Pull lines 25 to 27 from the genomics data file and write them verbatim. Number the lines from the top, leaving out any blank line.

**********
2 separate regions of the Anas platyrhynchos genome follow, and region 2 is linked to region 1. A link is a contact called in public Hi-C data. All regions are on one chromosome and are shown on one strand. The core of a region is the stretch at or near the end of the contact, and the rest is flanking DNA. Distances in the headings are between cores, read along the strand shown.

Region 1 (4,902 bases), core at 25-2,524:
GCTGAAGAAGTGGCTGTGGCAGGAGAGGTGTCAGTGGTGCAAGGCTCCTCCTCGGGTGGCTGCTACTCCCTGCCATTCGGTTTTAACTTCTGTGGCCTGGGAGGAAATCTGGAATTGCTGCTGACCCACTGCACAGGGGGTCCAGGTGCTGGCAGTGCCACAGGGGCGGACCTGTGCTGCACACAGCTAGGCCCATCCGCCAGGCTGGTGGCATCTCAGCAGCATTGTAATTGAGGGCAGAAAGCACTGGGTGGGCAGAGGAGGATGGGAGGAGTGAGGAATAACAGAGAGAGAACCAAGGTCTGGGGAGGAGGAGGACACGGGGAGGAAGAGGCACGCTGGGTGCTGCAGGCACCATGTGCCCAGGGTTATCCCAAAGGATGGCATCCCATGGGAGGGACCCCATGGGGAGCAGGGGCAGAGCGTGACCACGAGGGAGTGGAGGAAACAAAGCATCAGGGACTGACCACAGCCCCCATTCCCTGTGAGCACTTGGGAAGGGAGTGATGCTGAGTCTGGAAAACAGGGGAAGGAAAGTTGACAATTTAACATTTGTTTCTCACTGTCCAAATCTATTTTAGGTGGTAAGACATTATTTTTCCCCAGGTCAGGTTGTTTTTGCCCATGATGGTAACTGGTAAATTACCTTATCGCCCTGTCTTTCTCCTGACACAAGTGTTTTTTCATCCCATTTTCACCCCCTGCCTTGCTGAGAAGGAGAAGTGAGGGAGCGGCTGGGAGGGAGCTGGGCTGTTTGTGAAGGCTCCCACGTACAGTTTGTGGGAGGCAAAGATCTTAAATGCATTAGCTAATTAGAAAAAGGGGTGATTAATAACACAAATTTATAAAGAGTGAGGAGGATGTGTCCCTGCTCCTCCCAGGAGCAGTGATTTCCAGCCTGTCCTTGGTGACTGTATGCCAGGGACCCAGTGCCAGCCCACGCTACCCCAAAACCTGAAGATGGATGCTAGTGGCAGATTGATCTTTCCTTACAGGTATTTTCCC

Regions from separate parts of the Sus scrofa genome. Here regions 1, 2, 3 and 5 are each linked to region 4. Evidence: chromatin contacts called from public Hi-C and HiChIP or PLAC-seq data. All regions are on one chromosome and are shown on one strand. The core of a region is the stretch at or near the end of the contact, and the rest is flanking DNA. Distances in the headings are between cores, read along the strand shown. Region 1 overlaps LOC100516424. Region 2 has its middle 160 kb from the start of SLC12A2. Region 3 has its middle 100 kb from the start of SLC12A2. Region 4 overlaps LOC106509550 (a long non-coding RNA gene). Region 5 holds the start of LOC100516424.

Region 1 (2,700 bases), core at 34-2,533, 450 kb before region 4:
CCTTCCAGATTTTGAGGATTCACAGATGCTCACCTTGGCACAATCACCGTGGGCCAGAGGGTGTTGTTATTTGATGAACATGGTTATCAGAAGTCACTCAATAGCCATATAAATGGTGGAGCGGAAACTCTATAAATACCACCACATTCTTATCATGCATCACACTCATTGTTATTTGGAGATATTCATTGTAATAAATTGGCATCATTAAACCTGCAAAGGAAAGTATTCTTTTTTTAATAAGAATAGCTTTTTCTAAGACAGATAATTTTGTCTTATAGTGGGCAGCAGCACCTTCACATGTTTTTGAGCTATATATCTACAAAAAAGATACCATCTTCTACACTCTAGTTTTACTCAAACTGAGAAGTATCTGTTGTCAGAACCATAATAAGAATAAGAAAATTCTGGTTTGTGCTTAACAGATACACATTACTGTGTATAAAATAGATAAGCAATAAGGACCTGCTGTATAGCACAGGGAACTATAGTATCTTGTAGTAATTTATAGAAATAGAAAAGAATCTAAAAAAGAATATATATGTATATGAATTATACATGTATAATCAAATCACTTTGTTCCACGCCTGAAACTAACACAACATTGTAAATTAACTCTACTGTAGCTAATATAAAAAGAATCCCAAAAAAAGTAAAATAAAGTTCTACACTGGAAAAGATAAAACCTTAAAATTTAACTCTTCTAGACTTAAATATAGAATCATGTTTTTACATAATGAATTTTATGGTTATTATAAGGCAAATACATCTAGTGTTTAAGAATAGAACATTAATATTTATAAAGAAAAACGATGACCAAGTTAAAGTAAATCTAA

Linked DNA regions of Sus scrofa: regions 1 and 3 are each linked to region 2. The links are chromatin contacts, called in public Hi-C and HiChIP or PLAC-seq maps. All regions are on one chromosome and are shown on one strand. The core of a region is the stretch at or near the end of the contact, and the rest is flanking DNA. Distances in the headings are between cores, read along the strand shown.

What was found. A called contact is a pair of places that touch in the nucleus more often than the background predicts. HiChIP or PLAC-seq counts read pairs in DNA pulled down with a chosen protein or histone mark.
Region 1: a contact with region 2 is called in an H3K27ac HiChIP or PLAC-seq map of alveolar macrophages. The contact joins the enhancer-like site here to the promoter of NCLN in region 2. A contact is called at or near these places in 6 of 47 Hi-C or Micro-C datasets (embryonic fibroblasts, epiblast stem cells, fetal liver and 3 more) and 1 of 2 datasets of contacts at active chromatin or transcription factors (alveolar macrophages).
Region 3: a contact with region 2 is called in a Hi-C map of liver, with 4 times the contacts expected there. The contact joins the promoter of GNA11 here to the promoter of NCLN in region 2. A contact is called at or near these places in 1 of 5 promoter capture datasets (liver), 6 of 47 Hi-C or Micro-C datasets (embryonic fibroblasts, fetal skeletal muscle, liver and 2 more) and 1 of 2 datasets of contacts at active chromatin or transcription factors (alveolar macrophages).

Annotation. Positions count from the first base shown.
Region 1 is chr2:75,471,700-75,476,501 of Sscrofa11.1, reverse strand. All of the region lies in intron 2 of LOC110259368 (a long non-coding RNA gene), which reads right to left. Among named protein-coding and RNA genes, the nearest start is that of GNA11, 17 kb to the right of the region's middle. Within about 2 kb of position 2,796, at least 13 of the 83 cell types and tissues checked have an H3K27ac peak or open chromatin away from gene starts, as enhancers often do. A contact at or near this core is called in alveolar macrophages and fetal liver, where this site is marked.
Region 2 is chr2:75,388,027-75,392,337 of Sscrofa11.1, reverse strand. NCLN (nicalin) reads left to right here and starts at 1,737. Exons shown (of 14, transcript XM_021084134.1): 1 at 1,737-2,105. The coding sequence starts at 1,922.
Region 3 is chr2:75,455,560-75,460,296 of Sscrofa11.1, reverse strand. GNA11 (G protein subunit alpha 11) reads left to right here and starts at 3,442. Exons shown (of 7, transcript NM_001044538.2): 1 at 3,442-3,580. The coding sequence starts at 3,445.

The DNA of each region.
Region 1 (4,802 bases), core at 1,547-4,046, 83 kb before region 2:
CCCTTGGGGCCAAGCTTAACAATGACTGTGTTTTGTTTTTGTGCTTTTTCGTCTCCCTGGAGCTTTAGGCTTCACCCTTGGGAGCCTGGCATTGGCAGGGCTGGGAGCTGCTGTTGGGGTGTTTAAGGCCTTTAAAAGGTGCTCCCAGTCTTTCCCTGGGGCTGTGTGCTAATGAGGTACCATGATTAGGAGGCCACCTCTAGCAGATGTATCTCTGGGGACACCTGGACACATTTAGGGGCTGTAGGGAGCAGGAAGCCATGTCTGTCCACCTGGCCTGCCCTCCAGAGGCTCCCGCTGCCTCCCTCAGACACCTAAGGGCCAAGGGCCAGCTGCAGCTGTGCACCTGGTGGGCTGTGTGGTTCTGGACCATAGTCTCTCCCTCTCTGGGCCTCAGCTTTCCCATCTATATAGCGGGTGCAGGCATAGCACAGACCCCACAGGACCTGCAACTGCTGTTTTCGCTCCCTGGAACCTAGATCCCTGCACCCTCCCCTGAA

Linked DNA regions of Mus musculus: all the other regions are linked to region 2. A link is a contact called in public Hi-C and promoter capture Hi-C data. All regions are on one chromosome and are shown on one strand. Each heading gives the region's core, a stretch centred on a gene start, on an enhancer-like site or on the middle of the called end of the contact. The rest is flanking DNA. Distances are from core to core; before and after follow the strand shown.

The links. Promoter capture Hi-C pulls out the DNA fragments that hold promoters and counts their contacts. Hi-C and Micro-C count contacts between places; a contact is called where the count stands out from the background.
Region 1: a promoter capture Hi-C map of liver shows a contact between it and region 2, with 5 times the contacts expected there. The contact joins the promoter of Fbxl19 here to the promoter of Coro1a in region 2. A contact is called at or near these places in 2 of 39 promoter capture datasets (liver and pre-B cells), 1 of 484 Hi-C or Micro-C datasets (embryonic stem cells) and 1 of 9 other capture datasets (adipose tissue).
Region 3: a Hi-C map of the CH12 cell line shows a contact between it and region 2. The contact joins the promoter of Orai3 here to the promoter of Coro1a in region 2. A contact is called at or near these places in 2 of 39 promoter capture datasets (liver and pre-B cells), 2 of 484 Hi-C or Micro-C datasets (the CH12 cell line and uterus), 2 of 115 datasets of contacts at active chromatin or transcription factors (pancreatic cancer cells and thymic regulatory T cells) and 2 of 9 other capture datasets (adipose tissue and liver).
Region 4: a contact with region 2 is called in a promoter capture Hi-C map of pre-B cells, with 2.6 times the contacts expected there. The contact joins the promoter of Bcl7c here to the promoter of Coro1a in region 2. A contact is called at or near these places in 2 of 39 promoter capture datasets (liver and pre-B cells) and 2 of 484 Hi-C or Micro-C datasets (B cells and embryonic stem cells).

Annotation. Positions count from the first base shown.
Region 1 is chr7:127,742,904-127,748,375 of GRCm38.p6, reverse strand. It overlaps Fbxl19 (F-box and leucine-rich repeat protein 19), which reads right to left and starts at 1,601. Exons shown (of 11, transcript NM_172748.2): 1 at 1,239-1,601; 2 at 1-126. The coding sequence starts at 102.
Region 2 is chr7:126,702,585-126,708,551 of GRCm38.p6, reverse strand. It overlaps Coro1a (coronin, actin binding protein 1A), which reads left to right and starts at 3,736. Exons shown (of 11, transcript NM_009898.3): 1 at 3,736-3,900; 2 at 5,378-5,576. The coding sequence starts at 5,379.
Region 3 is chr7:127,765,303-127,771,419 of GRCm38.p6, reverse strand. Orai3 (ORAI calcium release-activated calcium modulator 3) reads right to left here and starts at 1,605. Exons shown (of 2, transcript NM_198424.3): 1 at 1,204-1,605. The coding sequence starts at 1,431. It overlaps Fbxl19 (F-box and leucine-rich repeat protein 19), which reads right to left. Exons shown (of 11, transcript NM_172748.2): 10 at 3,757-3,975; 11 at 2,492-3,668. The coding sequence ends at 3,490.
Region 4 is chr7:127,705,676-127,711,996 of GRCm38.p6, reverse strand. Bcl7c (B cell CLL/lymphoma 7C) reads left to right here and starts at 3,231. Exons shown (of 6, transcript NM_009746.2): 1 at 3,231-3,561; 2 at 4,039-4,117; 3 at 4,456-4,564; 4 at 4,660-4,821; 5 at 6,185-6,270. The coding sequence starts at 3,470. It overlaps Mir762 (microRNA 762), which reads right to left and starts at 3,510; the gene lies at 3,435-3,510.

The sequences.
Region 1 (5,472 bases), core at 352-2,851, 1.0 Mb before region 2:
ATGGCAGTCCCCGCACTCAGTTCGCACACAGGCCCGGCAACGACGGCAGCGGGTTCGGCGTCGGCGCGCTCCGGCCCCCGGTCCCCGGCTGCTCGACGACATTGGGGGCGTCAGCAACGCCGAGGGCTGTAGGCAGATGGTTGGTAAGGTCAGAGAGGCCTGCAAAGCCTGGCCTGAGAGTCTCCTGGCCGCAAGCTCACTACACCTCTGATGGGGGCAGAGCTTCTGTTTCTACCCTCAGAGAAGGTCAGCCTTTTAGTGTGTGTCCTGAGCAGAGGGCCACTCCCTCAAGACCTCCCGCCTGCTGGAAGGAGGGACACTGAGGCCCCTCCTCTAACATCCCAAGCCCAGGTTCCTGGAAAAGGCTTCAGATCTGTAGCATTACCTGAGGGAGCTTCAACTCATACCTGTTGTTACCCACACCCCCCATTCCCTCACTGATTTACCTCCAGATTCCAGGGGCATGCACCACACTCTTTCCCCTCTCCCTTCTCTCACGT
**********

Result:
Region 2 is chr7:126,702,585-126,708,551 of GRCm38.p6, reverse strand. It overlaps Coro1a (coronin, actin binding protein 1A), which reads left to right and starts at 3,736. Exons shown (of 11, transcript NM_009898.3): 1 at 3,736-3,900; 2 at 5,378-5,576. The coding sequence starts at 5,379.
Region 3 is chr7:127,765,303-127,771,419 of GRCm38.p6, reverse strand. Orai3 (ORAI calcium release-activated calcium modulator 3) reads right to left here and starts at 1,605. Exons shown (of 2, transcript NM_198424.3): 1 at 1,204-1,605. The coding sequence starts at 1,431. It overlaps Fbxl19 (F-box and leucine-rich repeat protein 19), which reads right to left. Exons shown (of 11, transcript NM_172748.2): 10 at 3,757-3,975; 11 at 2,492-3,668. The coding sequence ends at 3,490.
Region 4 is chr7:127,705,676-127,711,996 of GRCm38.p6, reverse strand. Bcl7c (B cell CLL/lymphoma 7C) reads left to right here and starts at 3,231. Exons shown (of 6, transcript NM_009746.2): 1 at 3,231-3,561; 2 at 4,039-4,117; 3 at 4,456-4,564; 4 at 4,660-4,821; 5 at 6,185-6,270. The coding sequence starts at 3,470. It overlaps Mir762 (microRNA 762), which reads right to left and starts at 3,510; the gene lies at 3,435-3,510.